Schools and Communities



A Unique Route to Health and Wellbeing through Printmaking

A display of the START Summer Schools participants work will be on display from Friday 30th until Wednesday 4th September in the Dundee Contemporary Arts, Activity Room, Level 4. 152 Nethergate, Dundee.

A reception will be held on Friday 30th August from 5pm-7pm… All are welcome

Background:  Tayside Healthcare Arts Trust (THAT) and Dundee Contemporary Art (DCA) have collaborated for 8 years in the development and delivery of short printmaking classes for adults with significant Long Term Health Conditions (LTC). Originating from a once a week programme of 8 sessions in 2005 as part of THAT’s Stroke and Art Project (ST/ART) this partnership has grown to become a core relationship for both organisations.  It is also an important model for Creative Engagement in a mainstream setting with participants from a wide range of health conditions including Stroke, Dementia, Parkinson’s and COPD (breathing difficulties) able to engage through this multi-medium discipline.

Objectives:  This presentation will review the quantitative and qualitative evidence of the last 5  years delivery of the ‘Summerschools’ and demonstrate that creative engagement through printmaking in a mainstream setting enhances quality of life, promotes social inclusion, empower the individual and makes a significant contribution to their health and well being.

Methods:  From 2007 – 2011, 133 self selecting participants were engaged through the ST/ART DCA ‘Summerschool’ programmes working with experienced printmakers to explore their creative potential.  Baseline information was collected on each participant before their programme as were their views of their experience after their programme.   Artists observations, participants anecdotal comments and a substantial visual archive of activity and out puts provides additional valuable information.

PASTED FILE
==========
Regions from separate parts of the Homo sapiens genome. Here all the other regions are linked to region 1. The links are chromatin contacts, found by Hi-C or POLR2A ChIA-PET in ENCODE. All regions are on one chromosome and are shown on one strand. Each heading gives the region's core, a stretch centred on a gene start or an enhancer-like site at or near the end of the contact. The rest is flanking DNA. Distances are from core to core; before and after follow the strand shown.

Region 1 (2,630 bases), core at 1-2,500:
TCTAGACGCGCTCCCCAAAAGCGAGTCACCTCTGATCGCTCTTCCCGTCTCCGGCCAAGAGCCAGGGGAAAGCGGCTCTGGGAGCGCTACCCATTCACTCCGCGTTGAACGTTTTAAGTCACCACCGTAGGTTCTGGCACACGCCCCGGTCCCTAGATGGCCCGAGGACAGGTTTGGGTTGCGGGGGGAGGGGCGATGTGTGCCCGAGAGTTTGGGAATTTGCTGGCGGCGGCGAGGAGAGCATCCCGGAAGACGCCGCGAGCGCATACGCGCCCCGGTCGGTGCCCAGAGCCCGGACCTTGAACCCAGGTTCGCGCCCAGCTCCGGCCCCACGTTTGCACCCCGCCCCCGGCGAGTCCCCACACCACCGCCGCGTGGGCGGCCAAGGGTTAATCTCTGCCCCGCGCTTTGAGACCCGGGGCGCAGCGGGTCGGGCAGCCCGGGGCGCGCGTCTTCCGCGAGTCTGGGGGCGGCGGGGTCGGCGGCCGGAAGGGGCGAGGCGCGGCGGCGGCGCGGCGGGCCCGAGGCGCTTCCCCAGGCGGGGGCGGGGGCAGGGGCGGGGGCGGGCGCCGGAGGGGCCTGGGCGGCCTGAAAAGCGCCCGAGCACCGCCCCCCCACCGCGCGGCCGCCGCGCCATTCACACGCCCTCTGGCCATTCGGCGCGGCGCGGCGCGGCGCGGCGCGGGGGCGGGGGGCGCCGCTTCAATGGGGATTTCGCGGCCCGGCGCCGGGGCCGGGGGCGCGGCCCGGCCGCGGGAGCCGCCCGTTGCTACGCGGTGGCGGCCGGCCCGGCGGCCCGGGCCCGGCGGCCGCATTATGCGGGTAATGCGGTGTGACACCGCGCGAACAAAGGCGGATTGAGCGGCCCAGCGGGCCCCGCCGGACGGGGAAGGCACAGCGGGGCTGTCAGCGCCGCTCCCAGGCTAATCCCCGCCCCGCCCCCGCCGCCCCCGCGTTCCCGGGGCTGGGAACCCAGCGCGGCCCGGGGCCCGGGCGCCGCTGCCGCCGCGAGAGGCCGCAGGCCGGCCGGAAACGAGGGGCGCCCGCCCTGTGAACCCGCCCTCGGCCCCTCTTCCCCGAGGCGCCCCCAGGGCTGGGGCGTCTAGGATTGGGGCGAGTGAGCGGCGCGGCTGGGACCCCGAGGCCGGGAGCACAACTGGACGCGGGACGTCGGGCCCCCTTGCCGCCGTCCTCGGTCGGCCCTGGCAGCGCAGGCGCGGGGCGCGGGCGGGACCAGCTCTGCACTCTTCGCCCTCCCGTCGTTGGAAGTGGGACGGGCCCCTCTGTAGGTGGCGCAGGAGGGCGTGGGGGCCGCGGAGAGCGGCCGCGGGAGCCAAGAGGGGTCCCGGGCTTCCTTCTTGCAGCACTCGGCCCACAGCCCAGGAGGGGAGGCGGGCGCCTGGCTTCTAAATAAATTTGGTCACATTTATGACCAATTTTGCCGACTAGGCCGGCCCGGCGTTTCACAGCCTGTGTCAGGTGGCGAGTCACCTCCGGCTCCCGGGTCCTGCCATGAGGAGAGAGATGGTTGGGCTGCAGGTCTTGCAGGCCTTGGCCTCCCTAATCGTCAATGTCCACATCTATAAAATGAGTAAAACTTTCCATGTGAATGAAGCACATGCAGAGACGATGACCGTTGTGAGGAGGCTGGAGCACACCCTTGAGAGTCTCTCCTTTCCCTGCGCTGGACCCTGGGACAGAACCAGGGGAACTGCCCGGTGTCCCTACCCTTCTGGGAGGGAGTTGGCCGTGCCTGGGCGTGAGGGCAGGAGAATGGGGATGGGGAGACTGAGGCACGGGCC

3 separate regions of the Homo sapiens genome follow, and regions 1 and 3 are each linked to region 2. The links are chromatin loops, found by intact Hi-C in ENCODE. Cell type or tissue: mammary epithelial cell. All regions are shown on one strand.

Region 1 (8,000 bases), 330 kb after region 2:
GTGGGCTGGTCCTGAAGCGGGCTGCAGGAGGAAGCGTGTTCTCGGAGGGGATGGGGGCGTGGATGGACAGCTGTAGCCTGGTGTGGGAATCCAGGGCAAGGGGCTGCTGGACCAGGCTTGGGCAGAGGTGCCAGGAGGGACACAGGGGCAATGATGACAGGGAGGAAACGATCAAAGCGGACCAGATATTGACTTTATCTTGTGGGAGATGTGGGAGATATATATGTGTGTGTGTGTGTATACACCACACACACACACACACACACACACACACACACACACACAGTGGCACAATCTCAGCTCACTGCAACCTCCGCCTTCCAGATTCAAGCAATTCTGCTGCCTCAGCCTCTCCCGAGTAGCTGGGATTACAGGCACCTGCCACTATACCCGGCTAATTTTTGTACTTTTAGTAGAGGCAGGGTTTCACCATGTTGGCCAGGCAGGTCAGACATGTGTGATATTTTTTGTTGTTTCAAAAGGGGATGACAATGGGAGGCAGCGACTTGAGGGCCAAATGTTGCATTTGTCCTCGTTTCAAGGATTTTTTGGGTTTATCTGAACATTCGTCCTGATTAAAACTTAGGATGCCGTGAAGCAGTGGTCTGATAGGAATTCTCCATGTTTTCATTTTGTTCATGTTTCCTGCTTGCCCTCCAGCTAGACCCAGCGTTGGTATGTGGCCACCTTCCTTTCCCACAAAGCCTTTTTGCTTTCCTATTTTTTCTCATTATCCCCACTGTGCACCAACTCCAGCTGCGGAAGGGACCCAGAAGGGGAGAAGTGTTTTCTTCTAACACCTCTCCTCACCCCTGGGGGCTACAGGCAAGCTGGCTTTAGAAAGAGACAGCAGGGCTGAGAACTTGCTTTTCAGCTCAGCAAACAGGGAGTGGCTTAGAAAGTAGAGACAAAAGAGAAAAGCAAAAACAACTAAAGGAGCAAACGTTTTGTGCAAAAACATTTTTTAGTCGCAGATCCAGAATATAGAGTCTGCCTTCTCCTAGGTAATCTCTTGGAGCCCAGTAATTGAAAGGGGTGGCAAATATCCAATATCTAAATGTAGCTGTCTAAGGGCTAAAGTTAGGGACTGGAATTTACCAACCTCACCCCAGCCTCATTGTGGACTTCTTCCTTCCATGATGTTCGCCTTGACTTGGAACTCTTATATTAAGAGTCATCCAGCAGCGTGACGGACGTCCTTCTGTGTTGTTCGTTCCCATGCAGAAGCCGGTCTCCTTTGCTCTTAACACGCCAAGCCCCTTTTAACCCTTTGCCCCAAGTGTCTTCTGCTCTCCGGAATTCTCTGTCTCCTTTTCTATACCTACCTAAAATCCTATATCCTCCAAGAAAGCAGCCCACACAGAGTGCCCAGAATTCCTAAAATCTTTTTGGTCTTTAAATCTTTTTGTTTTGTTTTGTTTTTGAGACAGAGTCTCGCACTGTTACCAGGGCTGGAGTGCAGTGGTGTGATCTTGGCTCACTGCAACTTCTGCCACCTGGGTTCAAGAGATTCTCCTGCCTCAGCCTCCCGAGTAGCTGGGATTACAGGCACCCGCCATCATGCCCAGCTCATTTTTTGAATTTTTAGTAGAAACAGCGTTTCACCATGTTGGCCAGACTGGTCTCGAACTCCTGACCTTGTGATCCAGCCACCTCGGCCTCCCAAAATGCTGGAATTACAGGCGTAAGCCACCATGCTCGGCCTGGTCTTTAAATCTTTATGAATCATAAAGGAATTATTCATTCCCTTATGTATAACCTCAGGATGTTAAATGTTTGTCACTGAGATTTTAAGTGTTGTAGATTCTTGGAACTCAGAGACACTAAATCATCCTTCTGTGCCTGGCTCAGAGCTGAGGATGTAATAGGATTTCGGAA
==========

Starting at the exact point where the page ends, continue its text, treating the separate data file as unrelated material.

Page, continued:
Results:  Our quantitative results show that participants’ experience significant increase in their perceived capability, maintain very strong attendance rates, value the experience very highly and wish to engage further. Our qualitative responses fall into two principal categories; positive performance and positive achievement and these reveal a range of likely psychosocial benefits.

Conclusions:  The highly flexible and multi- medium nature of printmaking makes it a very successful and popular access point for the delivery of Creative Engagement in a mainstream cultural setting. 


The Big Print day will be taking place on Saturday 31st August outside the Duncan of Jordanstone College of Art from 2pm-5pm…. All are welcome to come and watch the fun!

The Big Print Project is an exciting outreach project for Impact8 and Print Festival Scotland, bringing together local schools, community groups, students and professional printmakers to create a giant artwork, inspired by Dundee life and landscapes.

Led by the Creative Learning Team from The McManus: Dundee’s Art Gallery & Museum, children, young people and adult learners have been taking part in a busy 6 month programme of printmaking, drawing and collage workshops across the city.

Using The McManus collections as a starting point, workshop themes include social and natural history, science, culture and architecture.  These resulting artworks created by participants will be transferred by artists, students and volunteers and cut into lino. This work will culminate in a day of giant printmaking during the conference.

Join the Big Print Team and participants for the final reveal of the finished artwork on Sat 31 August, where the collaborative linocuts will be printed in the University grounds – by the Big Print Roadroller!

Participating Big Print groups include Greylodge Youth Group, McManus Youth Action Group, Women’s International Centre, Dundee College, Blackness, St Joseph and Park Place Primaries, Morgan Academy, Dundee High and Monifieth High School. The project is also supported by student volunteers from Duncan of Jordanston College of Art.